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HERNANDEZ ON A MISSION FOR CITY'S PUBLIC SCHOOLS

Ralph Hernandez has been a member of the Buffalo Board of Education for just a few weeks, but he's already at center stage.

At the first full business meeting of the new board, Hernandez circulated a five-page proposal seeking a three-year moratorium on district-sponsored charter schools, an initiative that is central to the board's reform effort.

Critics of Hernandez, the first Hispanic ever elected to the board, charge that he is out to torpedo charter schools and that he's doing the bidding of the Buffalo Teachers Federation, which aided his election campaign.

Hernandez insists that he has not made up his mind about charter schools, but that they need to be examined more closely. He said he will reach his conclusions independently, based on what he learns.

"I'm very grateful for the support I got from the unions, but I'm in no way indebted to the unions," he said. "I don't see myself taking marching orders from anyone. I'm not that type of person."

In addition to being the board's first Hispanic member, Hernandez is unconventional in several respects:

He's tackling his first term in public office at age 54, and assuming board responsibilities after his three sons are already grown or in college. Most board candidates seek office when their children are still in school.

His write-in campaign in the city's West District was launched just nine days before the May 4 election, after the two candidates seeking ballot positions had their nominating petitions rejected.

Hernandez learned the importance of a college education the tough way -- by doing without one for much of his adult life and scraping by as an encyclopedia salesman, a taxi driver and by playing in a family band.

Hernandez said he will represent children and families throughout the city, but feels a special affinity to Buffalo's Hispanic community and to the underdog.

"I know the true value of an education," said Hernandez, who was born in Puerto Rico and was raised in Spanish Harlem before moving to Buffalo with his family at age 16. "I know first-hand how difficult it is not to have it. For me, money just wasn't there."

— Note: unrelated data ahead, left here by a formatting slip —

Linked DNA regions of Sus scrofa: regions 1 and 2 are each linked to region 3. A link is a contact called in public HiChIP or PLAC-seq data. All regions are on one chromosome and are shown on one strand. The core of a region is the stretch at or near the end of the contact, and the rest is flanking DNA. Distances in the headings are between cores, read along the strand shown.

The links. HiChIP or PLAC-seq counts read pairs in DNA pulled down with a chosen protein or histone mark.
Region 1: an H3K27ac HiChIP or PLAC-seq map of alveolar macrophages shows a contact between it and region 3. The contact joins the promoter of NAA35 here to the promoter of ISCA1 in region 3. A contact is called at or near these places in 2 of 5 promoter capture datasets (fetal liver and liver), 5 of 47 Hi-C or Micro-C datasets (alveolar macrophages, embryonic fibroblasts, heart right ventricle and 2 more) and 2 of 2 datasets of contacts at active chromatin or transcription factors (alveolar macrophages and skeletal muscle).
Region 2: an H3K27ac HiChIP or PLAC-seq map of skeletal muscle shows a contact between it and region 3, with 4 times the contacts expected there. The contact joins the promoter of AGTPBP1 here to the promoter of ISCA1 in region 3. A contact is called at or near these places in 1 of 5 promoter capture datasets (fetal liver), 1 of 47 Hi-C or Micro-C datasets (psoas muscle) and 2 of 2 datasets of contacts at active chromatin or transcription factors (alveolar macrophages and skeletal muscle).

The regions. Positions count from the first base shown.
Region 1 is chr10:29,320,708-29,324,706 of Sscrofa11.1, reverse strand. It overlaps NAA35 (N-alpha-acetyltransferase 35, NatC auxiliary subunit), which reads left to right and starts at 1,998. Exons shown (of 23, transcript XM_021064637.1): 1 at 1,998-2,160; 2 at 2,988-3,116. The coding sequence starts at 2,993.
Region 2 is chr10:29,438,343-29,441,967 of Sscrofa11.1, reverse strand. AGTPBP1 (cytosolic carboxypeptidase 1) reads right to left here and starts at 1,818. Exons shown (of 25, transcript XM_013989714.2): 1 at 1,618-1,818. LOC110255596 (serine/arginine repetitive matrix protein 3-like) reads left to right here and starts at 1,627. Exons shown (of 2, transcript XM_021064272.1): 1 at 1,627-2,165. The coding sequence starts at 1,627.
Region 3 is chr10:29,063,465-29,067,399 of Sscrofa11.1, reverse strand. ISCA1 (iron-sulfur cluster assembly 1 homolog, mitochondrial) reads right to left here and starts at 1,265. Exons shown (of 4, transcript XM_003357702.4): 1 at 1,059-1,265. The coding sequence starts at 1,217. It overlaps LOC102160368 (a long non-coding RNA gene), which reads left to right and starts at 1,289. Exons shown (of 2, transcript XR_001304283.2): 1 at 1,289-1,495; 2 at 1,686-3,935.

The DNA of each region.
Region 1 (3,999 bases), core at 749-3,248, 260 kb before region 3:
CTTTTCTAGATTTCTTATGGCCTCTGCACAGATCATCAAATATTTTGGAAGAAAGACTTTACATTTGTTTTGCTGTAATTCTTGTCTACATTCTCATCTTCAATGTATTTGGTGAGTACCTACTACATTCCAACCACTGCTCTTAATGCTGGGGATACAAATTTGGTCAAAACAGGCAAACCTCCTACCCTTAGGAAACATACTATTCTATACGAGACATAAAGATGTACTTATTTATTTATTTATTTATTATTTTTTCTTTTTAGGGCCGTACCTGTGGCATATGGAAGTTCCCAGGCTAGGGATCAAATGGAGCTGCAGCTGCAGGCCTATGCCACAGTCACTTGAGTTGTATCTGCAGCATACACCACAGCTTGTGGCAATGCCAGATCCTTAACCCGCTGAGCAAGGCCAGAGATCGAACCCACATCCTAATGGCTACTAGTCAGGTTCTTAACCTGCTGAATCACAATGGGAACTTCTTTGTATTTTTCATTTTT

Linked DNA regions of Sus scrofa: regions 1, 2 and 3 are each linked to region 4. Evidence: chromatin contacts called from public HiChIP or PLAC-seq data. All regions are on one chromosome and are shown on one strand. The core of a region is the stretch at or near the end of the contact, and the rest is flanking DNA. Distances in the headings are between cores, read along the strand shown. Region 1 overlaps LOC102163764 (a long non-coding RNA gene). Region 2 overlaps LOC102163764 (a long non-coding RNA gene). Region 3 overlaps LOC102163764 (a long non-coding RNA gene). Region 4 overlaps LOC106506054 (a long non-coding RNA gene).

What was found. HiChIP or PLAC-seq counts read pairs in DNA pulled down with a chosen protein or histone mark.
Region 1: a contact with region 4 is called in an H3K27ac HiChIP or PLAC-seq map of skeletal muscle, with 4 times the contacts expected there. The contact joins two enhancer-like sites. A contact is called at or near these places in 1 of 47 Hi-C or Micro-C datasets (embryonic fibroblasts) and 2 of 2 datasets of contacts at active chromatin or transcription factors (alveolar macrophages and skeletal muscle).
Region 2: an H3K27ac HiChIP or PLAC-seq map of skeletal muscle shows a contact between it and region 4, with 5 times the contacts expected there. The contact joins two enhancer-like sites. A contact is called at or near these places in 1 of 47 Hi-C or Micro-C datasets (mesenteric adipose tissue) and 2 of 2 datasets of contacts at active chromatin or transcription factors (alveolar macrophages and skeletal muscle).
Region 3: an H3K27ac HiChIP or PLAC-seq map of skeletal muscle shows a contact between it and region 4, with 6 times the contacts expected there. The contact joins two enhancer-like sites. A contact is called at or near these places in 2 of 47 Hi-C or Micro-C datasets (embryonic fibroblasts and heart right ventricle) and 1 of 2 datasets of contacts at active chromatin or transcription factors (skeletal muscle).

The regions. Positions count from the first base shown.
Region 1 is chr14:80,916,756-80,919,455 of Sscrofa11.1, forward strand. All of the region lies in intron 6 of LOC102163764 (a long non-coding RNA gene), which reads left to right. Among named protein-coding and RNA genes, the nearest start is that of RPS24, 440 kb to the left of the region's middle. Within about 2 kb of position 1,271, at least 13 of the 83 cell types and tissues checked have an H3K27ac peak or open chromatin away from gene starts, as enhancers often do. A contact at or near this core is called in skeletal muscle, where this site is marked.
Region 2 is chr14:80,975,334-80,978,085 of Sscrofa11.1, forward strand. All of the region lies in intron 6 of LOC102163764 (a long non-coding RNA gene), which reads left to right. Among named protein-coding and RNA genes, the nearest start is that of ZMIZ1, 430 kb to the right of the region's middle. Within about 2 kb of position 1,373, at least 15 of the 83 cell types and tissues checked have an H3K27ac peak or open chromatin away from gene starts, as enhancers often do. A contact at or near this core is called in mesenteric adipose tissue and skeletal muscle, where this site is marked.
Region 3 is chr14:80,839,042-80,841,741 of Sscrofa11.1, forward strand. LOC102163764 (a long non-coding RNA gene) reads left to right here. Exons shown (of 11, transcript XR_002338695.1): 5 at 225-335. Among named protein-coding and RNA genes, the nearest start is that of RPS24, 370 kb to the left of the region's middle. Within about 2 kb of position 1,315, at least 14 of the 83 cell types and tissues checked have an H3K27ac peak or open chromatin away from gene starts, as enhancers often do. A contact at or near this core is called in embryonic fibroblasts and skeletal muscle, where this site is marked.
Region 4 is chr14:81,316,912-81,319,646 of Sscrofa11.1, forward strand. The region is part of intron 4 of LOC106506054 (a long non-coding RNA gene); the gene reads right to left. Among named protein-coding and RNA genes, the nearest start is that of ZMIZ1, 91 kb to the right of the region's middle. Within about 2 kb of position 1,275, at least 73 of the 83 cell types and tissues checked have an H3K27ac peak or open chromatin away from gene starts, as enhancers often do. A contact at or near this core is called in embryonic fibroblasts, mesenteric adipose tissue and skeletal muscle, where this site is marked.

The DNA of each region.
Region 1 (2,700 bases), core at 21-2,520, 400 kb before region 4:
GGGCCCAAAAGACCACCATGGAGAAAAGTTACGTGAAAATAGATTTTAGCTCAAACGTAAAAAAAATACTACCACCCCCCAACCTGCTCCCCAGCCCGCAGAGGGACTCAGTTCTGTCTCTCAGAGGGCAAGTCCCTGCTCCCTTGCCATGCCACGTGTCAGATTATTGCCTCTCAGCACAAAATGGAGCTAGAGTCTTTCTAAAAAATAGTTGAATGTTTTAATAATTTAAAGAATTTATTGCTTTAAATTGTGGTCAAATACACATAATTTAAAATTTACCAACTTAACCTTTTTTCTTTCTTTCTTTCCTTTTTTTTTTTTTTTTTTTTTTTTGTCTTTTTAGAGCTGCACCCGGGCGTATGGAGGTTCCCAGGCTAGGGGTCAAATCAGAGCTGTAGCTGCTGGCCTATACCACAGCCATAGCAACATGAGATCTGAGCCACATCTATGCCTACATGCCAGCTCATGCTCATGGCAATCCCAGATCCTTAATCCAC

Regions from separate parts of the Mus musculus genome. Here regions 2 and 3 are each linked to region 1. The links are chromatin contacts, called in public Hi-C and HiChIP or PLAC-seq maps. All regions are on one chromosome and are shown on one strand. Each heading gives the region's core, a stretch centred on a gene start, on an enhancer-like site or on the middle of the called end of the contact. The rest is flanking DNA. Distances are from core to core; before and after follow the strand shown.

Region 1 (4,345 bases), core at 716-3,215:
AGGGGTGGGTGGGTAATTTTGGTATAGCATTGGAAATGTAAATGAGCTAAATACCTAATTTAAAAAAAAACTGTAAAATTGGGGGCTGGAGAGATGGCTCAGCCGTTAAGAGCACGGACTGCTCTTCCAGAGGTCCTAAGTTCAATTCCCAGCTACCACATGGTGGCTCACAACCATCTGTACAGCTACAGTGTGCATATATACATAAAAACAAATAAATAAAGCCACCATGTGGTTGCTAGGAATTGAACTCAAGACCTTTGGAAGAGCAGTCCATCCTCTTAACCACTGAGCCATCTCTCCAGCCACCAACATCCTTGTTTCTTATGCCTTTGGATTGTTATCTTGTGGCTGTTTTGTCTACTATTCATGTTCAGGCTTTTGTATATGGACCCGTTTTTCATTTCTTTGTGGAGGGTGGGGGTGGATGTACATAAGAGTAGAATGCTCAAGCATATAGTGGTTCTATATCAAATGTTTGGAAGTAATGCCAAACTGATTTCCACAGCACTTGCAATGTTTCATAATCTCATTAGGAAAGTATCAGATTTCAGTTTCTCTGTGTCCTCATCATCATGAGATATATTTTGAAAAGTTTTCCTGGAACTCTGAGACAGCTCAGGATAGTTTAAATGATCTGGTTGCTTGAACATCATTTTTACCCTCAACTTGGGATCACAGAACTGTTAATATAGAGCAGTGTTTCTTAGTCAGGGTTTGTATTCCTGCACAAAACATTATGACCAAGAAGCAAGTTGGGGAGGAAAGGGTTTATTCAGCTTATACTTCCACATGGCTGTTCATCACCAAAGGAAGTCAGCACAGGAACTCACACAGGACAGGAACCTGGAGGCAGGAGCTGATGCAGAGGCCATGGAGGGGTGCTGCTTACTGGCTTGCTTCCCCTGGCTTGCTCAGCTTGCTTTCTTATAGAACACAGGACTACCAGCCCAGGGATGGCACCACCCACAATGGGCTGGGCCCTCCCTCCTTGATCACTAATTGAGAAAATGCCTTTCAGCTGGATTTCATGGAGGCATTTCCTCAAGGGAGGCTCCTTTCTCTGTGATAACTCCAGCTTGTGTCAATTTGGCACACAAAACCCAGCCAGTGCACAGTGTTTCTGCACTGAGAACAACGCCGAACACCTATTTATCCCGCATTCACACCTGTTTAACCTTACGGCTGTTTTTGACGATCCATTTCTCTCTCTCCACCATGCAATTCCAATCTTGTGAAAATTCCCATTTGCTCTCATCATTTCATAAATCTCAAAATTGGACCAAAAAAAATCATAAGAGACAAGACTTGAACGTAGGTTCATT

He hopes Buffalo and its schools can offer the same opportunity and safe haven his family found when it moved here to avoid the dangers of New York City.

"My dad was concerned with the drugs," Hernandez said. "There were folks doing heroin right in the hallway."

Hernandez, a graduate of Grover Cleveland High School, was a Marine Corps sergeant who saw extensive combat duty in Vietnam until a booby trap blew him into a tree and broke his shoulder.

He started college in 1986 and chipped away -- course by course -- until receiving his master's degree earlier this year from D'Youville College. For the past year, he has been an investigator for the state Division of Human Rights.

Hispanics previously gained election to the Buffalo Common Council and the local judiciary, but never to the Board of Education.

When he was sworn in July 1 at City Hall, Hernandez -- an unsuccessful board candidate in both 1998 and 1999 -- received a standing ovation from more than 100 members of Buffalo's Hispanic community.

"Our children -- the poorest in the nation to begin with -- need a voice," said Andres Garcia, vice president for community and government relations at Kaleida Health, and the manager of Hernandez's whirlwind campaign. "We're at a turning point -- we're either going to make it with our children or not."

The nine-day campaign netted 308 votes, the highest among five vote-getters.

"The Latino community came out strong," Hernandez said. "That's why I won. We made a decision to hold our own, and I'm very proud of that."

e-mail: psimon@buffnews.com

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